This bug affects my bodily integrity because I need the dictation app to be able to ‘write’. On the other hand, I feel like the system does not recognize what I am saying. Or maybe, as I am not a native English speaker, it is the matter of how I am saying it. I don’t know. But there is definitely a recognition problem. Yes, what kind of trouble in the recognition system might cause such problem? A system that executes my ‘sayings’ not understandable.
The vocabularies, speeches and accents that do not fit into the heteronormative patriarchal syntax and Eurocentric prescripts are considered to be unrecognizable, marked as unsayable ‘?!’. Such a bug erroneously decides what is intelligible what is not; what counts as ‘appropriately expressed’ and what does not.
I turned on the app and start to dictate: “The European colonizers ‘empowered’ only a small group of people in these communities, those whom they identified as ‘man’ through their hetero-patriarchal white gaze and according to their European binary standards of gender. They armed those whom they took as ‘men’ with weapons in order to build military troops for both integrating the colonial orders in these societies with violence and defending their colonial settlements against other countries. This ignited violence within the communities since the armed group of ‘men’ felt powerful over the unarmed and other genders. Moreover, the colonizers redistributed the land after stealing it from its real owners to the local and indigenous ‘men’ by ignoring the fact that the land in these communities was hand down from generations to generation according to the maternal-kinship-line. After destroying the ecology of gender, the equilibrium existing among different sexes, in these communities, the colonial settlers forced the local and indigenous population to adapt, what they called, ‘gender equality.’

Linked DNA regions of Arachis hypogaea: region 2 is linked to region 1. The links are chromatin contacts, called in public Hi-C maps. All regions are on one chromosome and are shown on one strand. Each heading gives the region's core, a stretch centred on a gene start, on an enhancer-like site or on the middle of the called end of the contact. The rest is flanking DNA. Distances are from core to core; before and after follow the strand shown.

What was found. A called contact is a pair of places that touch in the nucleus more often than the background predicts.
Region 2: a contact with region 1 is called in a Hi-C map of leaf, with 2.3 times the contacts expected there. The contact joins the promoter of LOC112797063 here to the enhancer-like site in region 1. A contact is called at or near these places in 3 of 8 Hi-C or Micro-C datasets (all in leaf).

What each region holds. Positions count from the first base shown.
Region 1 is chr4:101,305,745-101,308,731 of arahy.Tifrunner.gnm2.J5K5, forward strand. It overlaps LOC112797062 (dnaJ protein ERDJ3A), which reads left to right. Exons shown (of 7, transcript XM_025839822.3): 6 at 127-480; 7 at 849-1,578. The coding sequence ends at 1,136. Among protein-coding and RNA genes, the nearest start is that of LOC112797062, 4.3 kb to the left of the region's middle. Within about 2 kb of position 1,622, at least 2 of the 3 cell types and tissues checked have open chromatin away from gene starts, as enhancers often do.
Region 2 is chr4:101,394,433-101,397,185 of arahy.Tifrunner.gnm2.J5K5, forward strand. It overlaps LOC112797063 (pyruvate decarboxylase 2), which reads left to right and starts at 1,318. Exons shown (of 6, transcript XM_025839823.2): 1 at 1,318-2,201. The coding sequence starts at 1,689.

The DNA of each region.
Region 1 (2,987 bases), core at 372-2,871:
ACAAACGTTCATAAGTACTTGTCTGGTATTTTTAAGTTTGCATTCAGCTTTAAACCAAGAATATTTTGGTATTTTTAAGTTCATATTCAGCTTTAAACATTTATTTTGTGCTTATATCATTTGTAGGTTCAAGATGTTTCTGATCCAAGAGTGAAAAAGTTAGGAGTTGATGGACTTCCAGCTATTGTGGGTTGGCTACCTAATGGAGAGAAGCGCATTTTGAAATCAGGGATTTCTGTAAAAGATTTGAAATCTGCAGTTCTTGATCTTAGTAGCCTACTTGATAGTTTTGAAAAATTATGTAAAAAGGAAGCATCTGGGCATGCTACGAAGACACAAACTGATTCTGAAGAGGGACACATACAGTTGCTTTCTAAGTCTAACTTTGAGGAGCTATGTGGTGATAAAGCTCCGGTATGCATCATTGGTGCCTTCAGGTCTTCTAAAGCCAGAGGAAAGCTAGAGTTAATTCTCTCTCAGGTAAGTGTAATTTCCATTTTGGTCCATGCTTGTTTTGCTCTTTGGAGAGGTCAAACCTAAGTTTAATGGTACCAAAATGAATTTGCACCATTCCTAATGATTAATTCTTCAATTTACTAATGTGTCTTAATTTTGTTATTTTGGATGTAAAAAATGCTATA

The application crashed.
Voice recognition apps such as dictation apps should be able to detect the alternative ways of telling stories that do not fit into the heteropatriarchal neocolonial pretext. It should be attentive to the codes, to the words, and to the social worlds that did not make it into language; to the accented expressions that did not pass from one language into another. The app should make our wor(l)ds survive, if not, then let it collapse.